I'd cost too much, Ian!!

I agree with the approach that unless a clear advantage is being gained by an "illegal" serve, then in *League* matches it's not worth calling it, although a quiet word after the game, possibly?

I have a few tricky questions (think I know the answers, but good to get the correct answers "known").

1. The receiver just catches the ball on a serve, saying it was a net/let. The umpire did not see it/call it, and the server doesn't agree that it was a let.
Is it a let, umpire?

2. Barring general interruptions, such as tea breaks (!), or injuries, etc.,
(a) how long is a player allowed from the end of the previous match to get to the table for the next match?
(b) how long is player allowed between games?

3.(a) Can a player bring two (or more) bats to the playing area for use in the match?
(b) If (a) is yes, and so long as they don't unreasonably affect continuous play (or due to a damaged bat), can they switch bats
(i) between games only,
(ii) at changes of serve only,
or (iii) at any time?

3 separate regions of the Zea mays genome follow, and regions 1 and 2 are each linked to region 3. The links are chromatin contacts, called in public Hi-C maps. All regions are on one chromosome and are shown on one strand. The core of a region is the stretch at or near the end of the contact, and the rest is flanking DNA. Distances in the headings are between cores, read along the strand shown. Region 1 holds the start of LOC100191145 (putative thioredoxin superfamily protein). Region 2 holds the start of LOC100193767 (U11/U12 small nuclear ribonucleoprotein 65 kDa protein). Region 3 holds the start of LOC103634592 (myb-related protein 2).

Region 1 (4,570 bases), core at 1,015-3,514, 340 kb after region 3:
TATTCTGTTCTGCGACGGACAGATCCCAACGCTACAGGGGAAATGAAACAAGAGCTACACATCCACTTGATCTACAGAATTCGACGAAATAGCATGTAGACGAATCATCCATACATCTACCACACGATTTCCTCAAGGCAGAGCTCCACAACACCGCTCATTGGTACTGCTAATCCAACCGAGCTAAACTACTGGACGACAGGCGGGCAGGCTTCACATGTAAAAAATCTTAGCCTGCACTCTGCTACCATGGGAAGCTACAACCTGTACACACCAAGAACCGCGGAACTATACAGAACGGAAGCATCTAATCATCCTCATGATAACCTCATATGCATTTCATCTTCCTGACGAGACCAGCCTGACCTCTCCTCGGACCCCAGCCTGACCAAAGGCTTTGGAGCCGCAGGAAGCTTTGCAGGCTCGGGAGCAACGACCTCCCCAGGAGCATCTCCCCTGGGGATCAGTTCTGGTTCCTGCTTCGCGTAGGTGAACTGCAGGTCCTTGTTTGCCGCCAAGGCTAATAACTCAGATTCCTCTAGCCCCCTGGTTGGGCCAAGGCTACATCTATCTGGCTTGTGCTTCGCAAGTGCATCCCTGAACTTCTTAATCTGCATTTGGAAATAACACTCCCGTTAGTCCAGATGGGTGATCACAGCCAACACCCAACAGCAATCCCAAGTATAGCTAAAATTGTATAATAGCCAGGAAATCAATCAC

4. Ball is returned and hits the net, then lands only on the net CLAMP (not the table surface) on the other side of the table.
Is it in?

5. Ball is returned and hits the net POST, then lands on the other side of the table. Is it in?

6. Server moves well WIDE of the table to serve an *otherwise* legal serve.
Is it a fault?

[Hi, David :)]


1. No let, only the umpire can call a let but he would be wise to agree if both players think it touched the net.
2. There is no rule and it doesn't say in Watford's rule book either. I would hope the answer is "as soon as possible".
3a. Yes
3b In League play the answer is(iii) as long as he shows the player and the umpire his new racket. The Internation regulation about not changing a racket is only for ETTA ranking points tournaments.
4. No, the clamp is part of the net and is only in if the ball then touches the table. If it doesn't it is out.
5. Yes, part of the net assembly.
6. No, it is legal as long as it behind the end line. The Laws (2.5.15)define the end line as extending indefinitely in both directions.
I hope this helps.

i expect to see you serving from several yards wide of the table in future martin :-)